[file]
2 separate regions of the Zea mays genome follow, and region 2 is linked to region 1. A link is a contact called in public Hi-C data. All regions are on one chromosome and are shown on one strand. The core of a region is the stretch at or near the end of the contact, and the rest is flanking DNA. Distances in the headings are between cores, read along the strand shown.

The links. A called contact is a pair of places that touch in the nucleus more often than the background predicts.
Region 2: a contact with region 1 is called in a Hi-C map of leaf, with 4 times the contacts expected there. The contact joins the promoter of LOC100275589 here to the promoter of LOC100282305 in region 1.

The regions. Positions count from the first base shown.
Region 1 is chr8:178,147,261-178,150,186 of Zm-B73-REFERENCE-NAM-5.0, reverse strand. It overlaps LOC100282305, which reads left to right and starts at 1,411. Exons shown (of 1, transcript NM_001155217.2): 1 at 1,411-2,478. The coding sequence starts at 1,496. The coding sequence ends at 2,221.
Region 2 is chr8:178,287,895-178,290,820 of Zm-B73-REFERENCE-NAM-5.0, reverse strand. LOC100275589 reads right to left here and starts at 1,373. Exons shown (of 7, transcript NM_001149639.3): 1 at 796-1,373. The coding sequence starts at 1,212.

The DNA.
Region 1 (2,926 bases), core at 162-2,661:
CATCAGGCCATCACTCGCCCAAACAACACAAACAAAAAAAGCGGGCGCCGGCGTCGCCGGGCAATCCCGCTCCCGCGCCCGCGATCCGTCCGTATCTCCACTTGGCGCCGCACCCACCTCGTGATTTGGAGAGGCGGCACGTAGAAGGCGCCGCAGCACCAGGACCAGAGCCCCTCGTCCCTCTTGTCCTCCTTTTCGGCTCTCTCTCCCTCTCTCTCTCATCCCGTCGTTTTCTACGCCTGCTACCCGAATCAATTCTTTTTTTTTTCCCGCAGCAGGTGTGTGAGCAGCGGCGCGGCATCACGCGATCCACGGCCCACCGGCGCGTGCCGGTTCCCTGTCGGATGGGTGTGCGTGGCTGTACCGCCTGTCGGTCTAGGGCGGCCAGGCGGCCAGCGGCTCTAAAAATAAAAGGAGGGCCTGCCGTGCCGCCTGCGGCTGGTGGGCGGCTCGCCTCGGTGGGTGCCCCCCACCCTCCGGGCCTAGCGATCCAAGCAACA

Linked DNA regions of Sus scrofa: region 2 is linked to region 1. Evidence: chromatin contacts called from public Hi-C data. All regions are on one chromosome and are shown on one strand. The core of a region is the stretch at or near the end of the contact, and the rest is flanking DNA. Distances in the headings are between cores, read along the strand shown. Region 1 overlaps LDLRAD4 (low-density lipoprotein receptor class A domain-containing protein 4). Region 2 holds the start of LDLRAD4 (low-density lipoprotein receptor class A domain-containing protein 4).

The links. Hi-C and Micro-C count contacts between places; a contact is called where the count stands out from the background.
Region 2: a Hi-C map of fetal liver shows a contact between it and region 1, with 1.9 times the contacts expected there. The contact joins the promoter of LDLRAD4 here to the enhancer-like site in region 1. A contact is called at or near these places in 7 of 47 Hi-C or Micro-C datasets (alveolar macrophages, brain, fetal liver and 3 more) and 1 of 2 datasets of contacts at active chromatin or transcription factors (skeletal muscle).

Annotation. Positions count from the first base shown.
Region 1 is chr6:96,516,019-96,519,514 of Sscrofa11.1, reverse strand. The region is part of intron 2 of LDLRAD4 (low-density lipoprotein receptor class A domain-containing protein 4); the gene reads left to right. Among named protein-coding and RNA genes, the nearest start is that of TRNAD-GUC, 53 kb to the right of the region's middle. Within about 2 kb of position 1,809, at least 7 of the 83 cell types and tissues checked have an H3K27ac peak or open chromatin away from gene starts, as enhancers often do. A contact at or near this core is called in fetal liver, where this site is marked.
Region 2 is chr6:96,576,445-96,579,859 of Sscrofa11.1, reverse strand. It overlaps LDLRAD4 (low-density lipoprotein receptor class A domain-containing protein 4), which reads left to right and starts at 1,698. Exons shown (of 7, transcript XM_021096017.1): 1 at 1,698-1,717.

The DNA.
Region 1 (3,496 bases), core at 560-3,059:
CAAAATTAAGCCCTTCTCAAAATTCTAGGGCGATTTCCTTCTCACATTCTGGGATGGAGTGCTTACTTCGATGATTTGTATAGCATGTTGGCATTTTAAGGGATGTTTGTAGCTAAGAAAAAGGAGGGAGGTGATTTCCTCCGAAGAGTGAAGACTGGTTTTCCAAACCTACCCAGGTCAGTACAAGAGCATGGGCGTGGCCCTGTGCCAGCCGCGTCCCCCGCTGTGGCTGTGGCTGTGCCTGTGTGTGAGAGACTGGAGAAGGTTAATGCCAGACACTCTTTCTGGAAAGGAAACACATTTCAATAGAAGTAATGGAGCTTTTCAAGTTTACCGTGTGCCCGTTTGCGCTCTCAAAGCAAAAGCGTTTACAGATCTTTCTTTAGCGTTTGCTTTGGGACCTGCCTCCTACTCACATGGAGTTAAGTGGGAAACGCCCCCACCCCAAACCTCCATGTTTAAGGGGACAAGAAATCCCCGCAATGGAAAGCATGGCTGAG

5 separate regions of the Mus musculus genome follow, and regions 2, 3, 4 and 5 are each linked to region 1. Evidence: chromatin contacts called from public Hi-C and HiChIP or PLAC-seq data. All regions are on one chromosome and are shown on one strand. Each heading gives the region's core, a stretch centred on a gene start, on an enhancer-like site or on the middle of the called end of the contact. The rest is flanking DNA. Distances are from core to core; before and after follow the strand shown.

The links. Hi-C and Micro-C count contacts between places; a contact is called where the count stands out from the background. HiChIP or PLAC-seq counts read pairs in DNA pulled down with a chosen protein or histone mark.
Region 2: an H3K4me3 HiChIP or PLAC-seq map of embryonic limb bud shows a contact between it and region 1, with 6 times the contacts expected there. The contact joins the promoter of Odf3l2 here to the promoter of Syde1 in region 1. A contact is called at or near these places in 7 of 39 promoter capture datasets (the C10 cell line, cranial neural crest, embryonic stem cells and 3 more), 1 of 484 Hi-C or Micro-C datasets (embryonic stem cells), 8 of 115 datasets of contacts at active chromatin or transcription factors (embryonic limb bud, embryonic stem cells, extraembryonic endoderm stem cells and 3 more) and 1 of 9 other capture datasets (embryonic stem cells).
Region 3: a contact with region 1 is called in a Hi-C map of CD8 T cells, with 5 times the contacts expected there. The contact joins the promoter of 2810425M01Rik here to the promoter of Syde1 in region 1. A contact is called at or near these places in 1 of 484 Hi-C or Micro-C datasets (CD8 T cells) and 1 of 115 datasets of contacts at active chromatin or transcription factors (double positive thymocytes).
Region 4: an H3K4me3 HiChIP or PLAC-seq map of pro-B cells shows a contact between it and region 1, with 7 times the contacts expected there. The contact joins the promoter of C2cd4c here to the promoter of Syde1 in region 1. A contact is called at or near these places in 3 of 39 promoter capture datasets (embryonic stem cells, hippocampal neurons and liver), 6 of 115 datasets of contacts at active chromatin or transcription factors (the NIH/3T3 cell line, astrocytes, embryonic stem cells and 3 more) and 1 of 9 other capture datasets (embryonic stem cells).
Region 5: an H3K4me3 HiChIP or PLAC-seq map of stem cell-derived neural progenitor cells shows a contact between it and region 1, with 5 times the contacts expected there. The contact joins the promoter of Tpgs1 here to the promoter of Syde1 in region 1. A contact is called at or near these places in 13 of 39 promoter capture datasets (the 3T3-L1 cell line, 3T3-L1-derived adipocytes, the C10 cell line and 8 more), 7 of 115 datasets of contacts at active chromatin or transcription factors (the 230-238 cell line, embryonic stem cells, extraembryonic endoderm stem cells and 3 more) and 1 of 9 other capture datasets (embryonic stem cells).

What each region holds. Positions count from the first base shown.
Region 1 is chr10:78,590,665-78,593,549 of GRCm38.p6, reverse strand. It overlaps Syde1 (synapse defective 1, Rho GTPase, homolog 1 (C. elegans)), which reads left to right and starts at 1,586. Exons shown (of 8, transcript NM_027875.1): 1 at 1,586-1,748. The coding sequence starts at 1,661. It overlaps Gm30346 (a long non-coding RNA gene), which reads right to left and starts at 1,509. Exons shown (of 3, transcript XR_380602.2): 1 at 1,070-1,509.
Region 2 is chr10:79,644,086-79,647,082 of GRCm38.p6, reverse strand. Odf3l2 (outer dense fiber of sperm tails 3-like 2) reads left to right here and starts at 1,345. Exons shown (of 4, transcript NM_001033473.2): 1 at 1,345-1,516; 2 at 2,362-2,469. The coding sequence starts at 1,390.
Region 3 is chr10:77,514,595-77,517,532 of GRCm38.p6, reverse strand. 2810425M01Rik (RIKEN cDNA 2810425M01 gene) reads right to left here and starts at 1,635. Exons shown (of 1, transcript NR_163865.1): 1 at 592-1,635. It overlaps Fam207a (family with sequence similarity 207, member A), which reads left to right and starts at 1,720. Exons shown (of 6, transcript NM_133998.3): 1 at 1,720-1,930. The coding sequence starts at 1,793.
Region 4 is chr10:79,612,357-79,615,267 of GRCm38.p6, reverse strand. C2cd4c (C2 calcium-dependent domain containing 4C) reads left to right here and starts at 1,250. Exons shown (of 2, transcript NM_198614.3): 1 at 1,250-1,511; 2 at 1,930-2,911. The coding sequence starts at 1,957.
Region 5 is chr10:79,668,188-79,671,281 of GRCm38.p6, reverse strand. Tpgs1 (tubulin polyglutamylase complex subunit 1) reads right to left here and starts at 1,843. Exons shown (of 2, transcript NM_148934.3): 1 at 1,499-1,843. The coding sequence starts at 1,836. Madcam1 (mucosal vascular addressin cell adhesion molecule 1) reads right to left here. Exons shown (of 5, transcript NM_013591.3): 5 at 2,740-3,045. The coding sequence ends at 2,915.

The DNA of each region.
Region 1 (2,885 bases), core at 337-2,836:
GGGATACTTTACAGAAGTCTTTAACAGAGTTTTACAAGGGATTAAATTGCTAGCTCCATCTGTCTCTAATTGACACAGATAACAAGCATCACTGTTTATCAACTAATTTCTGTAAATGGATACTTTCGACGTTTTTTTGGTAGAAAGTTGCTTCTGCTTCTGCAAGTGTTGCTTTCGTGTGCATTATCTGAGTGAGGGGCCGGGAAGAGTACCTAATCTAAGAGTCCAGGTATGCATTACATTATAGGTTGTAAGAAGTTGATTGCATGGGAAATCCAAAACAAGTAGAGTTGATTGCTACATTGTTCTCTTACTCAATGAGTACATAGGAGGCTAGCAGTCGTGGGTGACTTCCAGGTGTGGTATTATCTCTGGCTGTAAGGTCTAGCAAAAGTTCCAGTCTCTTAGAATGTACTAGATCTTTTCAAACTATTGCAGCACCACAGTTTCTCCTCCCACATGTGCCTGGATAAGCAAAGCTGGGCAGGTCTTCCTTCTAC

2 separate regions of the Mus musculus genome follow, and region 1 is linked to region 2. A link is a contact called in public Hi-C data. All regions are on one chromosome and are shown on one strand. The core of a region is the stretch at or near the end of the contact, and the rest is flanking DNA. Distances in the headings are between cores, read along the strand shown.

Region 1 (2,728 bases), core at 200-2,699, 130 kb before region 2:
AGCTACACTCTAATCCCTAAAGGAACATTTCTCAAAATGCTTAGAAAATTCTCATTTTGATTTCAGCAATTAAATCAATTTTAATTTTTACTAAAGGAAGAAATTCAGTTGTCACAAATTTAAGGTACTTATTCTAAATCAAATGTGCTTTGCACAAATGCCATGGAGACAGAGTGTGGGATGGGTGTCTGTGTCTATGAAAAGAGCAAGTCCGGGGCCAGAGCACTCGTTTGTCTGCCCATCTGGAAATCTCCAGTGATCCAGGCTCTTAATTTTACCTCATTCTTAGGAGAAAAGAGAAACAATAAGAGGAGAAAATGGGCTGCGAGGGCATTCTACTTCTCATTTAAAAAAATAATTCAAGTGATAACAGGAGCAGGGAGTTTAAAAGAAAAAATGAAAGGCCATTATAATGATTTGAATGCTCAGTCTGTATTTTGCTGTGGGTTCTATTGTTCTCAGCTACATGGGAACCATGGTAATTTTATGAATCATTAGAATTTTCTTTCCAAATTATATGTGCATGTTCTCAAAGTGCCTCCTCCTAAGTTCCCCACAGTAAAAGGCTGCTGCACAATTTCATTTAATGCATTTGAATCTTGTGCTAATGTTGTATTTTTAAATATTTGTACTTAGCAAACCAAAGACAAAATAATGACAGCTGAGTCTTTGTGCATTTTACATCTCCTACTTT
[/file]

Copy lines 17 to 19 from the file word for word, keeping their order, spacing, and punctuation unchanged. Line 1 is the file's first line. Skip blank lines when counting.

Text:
Region 1 (3,496 bases), core at 560-3,059:
CAAAATTAAGCCCTTCTCAAAATTCTAGGGCGATTTCCTTCTCACATTCTGGGATGGAGTGCTTACTTCGATGATTTGTATAGCATGTTGGCATTTTAAGGGATGTTTGTAGCTAAGAAAAAGGAGGGAGGTGATTTCCTCCGAAGAGTGAAGACTGGTTTTCCAAACCTACCCAGGTCAGTACAAGAGCATGGGCGTGGCCCTGTGCCAGCCGCGTCCCCCGCTGTGGCTGTGGCTGTGCCTGTGTGTGAGAGACTGGAGAAGGTTAATGCCAGACACTCTTTCTGGAAAGGAAACACATTTCAATAGAAGTAATGGAGCTTTTCAAGTTTACCGTGTGCCCGTTTGCGCTCTCAAAGCAAAAGCGTTTACAGATCTTTCTTTAGCGTTTGCTTTGGGACCTGCCTCCTACTCACATGGAGTTAAGTGGGAAACGCCCCCACCCCAAACCTCCATGTTTAAGGGGACAAGAAATCCCCGCAATGGAAAGCATGGCTGAG

5 separate regions of the Mus musculus genome follow, and regions 2, 3, 4 and 5 are each linked to region 1. Evidence: chromatin contacts called from public Hi-C and HiChIP or PLAC-seq data. All regions are on one chromosome and are shown on one strand. Each heading gives the region's core, a stretch centred on a gene start, on an enhancer-like site or on the middle of the called end of the contact. The rest is flanking DNA. Distances are from core to core; before and after follow the strand shown.